Cause Celeb highlights a celebrity’s work on behalf of a specific cause. This week, we speak with singer-songwriter Danny Wood of New Kids On The Block. He and other members of the pop group have done charity work in the past, including for the Make a Wish Foundation and fundraising telethons for cerebral palsy research. Their newest charitable project is raising funds to help fight breast cancer.
Wood lost his mother, Elizabeth "Betty" Wood, to breast cancer in September 1999. In her memory, Wood and his fellow bandmates sold special-edition tank tops during their tour, “On The Block.” They raised more than $300,000 for Susan G. Komen For The Cure, an organization whose mission is to cure breast cancer. Wood also set up The Betty Wood Breast Cancer Foundation's a “Remember Betty” campaign to raise money for breast cancer research and to make sure the legacy of his mother lives on.
Question: What inspired you to get involved with breast cancer research and awareness?
Wood: My mother passed away from it in 1999 so I learned a lot from that. Watching her struggle with it made it a very personal thing and it took me years to accept it. Now through doing this and the group getting back together, it kind of gave me more of a reason why she was taken, because now her name is going to live on forever. It feels really really good. It’s great because my daughters are 10 and 11 years old, and now they’re going to have very vivid memories of her even though they were babies when she passed away.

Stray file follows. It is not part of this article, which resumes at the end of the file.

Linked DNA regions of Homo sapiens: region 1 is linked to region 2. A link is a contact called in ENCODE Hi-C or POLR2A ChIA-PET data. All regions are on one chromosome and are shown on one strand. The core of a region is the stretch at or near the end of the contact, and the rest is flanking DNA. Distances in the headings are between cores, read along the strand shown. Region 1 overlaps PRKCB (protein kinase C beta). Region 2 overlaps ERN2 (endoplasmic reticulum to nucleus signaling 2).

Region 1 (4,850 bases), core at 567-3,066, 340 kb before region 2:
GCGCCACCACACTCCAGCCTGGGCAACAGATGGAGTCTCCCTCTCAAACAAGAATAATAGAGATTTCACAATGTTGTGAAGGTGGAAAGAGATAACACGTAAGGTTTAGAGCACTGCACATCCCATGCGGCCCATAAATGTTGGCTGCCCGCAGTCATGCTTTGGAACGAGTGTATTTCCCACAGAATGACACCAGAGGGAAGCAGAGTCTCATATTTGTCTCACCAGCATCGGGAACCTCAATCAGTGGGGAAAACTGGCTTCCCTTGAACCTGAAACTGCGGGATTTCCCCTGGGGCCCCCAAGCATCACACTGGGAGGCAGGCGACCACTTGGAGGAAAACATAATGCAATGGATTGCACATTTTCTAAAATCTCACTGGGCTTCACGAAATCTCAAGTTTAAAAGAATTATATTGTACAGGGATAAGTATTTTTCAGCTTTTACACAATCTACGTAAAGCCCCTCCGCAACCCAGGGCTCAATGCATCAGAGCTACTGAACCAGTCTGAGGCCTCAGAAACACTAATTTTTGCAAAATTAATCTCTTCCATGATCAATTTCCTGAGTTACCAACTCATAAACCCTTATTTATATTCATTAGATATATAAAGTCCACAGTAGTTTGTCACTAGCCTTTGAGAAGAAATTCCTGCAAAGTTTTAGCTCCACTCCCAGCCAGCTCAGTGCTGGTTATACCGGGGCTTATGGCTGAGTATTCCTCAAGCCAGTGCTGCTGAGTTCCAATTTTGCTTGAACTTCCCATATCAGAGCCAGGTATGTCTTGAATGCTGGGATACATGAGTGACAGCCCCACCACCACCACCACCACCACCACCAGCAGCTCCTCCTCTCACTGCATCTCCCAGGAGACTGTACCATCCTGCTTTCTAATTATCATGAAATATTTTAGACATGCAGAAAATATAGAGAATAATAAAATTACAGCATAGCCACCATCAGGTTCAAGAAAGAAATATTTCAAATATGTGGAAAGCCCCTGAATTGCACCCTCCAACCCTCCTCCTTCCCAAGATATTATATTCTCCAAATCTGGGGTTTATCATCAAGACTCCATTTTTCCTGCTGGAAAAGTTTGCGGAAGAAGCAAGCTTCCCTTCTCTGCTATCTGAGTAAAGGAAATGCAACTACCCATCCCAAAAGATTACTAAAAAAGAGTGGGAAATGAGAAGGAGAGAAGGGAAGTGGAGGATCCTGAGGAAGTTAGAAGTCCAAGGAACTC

Q: What was your mother’s name?
Wood: Elizabeth Wood — but everyone called her Betty.
Q: What have you done to advocate for this cause?
Wood: I partnered up with the Komen Foundation and since the beginning of our tour last September, we’ve been selling tank tops. In the middle of May, we presented them with a check for over $200,000 and we’ve raised over another $100,000 since then.
Q: Who came up with the idea to sell these tank tops to benefit the Susan G. Komen Foundation?
Wood: Well, I went to the guys in the very beginning when we were rehearsing for the tour and said I have an idea, I want to see what you guys think. Everyone was completely for it because, I mean, they were all very close to her too.
Q: And what made you choose Susan G. Komen as the beneficiary for these donations?
Wood: My mother had talked about the foundation and she had talked about doing some of the [fundraising] walks and stuff but she just wasn’t physically able to do it. I had that memory of her talking about it. Also, I had known other people who have done the walks. I did some research on the company and 87 cents of every dollar goes to research, so it just makes sense to go with them.
Q: What has been the most rewarding experience for you working with the organization?
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Wood: Honestly, it keeps my mother’s name alive. And to see my daughters and my sons participate — they’re going do a couple walks with me. You know, more for them then for myself but my whole family — my sisters and my brother and my dad. When I had my dad tell me he’s very proud of me with everything I’ve done to keep her name alive — you know those kind of things mean the most to me.
Q: How has your career impacted the way you feel about charity work in general?
Wood: Even when we were young kids, the first time around, we were always doing charity work. We did the Say No To Drugs Campaign, we always did the Make-A-Wish Foundation, the cerebral palsy telethons. So, it was built into us through the way we were raised to always give back. But this was a much bigger thing. It started out as a small idea and now its turned into a bunch of things that I’m going to do in the future, so it’s more important for me actually to do this than the stuff I do with the group.
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